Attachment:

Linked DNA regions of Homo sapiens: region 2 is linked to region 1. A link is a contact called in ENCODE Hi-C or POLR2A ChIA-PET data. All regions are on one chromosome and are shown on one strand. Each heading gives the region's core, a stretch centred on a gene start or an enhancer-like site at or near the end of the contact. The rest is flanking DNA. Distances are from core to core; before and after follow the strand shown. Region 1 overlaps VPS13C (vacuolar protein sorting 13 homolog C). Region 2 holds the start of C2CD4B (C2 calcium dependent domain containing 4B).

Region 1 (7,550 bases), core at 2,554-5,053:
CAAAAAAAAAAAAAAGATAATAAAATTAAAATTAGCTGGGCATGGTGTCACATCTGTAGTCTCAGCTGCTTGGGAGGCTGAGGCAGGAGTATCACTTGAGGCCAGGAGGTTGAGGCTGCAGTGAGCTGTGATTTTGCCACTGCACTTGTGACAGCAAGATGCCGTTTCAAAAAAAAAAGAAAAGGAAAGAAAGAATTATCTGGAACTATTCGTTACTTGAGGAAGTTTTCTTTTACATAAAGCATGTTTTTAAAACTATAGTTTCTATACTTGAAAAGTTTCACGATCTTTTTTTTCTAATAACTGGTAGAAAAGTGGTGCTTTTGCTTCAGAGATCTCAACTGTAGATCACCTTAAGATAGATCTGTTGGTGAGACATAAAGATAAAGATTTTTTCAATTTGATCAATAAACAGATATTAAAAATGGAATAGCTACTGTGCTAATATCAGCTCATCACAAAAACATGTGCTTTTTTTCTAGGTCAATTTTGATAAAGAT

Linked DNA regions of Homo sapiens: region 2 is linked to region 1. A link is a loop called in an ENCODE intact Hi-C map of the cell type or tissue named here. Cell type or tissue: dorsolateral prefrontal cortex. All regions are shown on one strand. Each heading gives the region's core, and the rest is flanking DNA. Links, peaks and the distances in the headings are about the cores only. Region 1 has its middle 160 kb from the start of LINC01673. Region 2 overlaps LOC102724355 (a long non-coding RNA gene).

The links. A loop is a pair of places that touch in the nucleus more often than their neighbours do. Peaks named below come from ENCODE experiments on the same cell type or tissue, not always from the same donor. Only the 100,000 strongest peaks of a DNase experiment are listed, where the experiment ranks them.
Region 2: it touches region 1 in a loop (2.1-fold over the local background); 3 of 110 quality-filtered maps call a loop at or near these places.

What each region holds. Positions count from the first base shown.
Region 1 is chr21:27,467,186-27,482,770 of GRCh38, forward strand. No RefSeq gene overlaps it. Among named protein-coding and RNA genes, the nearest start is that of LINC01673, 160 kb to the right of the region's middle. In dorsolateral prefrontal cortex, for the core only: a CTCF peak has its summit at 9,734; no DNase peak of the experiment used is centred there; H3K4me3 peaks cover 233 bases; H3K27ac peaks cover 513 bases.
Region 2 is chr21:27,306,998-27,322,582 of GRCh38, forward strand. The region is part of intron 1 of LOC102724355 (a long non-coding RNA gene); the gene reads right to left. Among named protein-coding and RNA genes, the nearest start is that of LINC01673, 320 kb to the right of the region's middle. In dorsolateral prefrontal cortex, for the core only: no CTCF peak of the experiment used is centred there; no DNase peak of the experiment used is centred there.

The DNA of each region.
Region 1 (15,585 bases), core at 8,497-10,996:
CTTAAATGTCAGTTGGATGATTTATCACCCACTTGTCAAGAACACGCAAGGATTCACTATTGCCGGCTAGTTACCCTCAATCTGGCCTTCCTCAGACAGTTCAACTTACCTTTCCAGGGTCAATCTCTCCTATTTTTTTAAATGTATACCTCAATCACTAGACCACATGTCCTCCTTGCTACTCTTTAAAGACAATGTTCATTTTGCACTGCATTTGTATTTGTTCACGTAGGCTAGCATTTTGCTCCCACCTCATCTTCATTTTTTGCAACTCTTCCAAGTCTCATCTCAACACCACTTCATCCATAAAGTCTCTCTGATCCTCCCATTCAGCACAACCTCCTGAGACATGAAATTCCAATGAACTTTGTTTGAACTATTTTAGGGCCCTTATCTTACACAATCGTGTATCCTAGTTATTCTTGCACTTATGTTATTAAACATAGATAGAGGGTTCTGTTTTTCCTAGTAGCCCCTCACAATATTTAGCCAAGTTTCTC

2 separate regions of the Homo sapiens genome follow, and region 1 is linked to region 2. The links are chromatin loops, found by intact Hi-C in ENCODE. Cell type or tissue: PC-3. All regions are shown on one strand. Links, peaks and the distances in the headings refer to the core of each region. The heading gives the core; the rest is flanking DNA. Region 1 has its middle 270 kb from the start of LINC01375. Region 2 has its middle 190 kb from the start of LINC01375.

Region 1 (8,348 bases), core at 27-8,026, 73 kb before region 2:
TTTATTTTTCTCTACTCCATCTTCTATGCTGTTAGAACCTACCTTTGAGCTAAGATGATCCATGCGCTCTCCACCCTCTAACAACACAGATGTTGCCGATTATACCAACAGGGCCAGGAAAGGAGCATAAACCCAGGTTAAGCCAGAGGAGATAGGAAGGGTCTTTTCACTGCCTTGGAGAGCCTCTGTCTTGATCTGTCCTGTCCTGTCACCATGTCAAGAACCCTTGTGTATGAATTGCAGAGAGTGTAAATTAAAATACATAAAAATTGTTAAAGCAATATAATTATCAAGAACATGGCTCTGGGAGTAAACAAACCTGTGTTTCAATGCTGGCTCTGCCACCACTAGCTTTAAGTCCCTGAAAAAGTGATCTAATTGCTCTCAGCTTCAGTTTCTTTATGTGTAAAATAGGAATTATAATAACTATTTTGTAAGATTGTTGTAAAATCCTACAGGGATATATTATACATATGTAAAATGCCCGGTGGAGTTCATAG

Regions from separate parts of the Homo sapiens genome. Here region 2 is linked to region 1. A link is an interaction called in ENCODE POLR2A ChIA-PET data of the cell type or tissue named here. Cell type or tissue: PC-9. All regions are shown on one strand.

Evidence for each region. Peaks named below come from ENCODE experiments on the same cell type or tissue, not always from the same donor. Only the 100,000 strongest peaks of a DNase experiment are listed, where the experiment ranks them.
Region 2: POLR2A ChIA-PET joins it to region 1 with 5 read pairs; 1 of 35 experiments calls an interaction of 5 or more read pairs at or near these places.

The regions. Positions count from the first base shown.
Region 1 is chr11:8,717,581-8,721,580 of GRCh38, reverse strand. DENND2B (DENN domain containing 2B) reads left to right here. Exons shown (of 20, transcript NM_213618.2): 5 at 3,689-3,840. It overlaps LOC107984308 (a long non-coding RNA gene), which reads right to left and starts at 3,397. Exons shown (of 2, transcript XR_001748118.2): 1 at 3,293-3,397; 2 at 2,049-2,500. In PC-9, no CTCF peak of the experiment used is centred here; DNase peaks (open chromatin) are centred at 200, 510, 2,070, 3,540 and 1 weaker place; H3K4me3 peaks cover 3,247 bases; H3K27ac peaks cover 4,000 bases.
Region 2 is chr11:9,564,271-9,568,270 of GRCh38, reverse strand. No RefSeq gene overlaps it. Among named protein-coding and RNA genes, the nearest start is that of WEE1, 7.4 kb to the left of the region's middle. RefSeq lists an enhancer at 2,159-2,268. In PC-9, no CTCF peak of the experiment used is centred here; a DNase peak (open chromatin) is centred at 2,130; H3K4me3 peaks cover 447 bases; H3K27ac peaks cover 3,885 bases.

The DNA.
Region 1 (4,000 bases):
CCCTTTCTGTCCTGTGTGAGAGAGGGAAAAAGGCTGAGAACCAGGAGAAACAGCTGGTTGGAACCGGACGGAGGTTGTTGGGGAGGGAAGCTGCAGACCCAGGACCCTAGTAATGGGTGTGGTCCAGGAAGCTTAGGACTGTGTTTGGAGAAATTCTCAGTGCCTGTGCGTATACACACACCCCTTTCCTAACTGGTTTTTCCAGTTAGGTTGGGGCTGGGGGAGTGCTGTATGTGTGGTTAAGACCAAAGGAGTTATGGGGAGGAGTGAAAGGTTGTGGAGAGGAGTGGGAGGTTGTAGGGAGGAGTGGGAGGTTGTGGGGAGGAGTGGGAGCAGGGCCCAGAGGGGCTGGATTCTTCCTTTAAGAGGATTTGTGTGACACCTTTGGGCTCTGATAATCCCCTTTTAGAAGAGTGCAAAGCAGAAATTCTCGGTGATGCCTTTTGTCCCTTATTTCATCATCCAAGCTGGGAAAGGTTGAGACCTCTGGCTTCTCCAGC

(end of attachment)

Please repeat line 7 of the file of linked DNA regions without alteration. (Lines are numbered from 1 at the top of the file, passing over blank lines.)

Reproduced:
What each region holds. Positions count from the first base shown.